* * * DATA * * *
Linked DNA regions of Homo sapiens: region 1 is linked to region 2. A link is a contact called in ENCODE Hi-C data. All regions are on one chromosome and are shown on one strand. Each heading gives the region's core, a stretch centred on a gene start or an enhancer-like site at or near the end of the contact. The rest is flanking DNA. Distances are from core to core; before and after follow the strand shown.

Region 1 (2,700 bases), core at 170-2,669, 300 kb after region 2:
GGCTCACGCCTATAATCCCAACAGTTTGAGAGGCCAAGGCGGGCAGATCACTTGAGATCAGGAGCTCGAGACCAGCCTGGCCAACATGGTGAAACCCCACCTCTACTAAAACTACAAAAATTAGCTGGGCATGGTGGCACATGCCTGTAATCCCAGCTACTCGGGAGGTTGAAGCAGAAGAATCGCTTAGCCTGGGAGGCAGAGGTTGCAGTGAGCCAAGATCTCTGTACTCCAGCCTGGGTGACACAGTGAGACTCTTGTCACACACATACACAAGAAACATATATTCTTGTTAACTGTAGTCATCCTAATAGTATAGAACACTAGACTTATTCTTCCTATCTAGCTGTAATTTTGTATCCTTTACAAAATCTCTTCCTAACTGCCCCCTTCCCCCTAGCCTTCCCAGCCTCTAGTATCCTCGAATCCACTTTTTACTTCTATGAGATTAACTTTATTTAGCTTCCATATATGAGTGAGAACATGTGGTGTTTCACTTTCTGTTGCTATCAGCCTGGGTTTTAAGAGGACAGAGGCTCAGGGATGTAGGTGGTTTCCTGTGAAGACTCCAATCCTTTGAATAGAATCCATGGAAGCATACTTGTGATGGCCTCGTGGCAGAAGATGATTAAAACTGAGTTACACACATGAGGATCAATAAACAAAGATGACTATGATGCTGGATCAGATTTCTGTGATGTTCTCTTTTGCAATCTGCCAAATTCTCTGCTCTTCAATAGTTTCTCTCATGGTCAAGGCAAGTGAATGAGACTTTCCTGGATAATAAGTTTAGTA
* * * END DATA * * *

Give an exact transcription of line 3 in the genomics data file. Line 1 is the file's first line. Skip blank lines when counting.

GGCTCACGCCTATAATCCCAACAGTTTGAGAGGCCAAGGCGGGCAGATCACTTGAGATCAGGAGCTCGAGACCAGCCTGGCCAACATGGTGAAACCCCACCTCTACTAAAACTACAAAAATTAGCTGGGCATGGTGGCACATGCCTGTAATCCCAGCTACTCGGGAGGTTGAAGCAGAAGAATCGCTTAGCCTGGGAGGCAGAGGTTGCAGTGAGCCAAGATCTCTGTACTCCAGCCTGGGTGACACAGTGAGACTCTTGTCACACACATACACAAGAAACATATATTCTTGTTAACTGTAGTCATCCTAATAGTATAGAACACTAGACTTATTCTTCCTATCTAGCTGTAATTTTGTATCCTTTACAAAATCTCTTCCTAACTGCCCCCTTCCCCCTAGCCTTCCCAGCCTCTAGTATCCTCGAATCCACTTTTTACTTCTATGAGATTAACTTTATTTAGCTTCCATATATGAGTGAGAACATGTGGTGTTTCACTTTCTGTTGCTATCAGCCTGGGTTTTAAGAGGACAGAGGCTCAGGGATGTAGGTGGTTTCCTGTGAAGACTCCAATCCTTTGAATAGAATCCATGGAAGCATACTTGTGATGGCCTCGTGGCAGAAGATGATTAAAACTGAGTTACACACATGAGGATCAATAAACAAAGATGACTATGATGCTGGATCAGATTTCTGTGATGTTCTCTTTTGCAATCTGCCAAATTCTCTGCTCTTCAATAGTTTCTCTCATGGTCAAGGCAAGTGAATGAGACTTTCCTGGATAATAAGTTTAGTA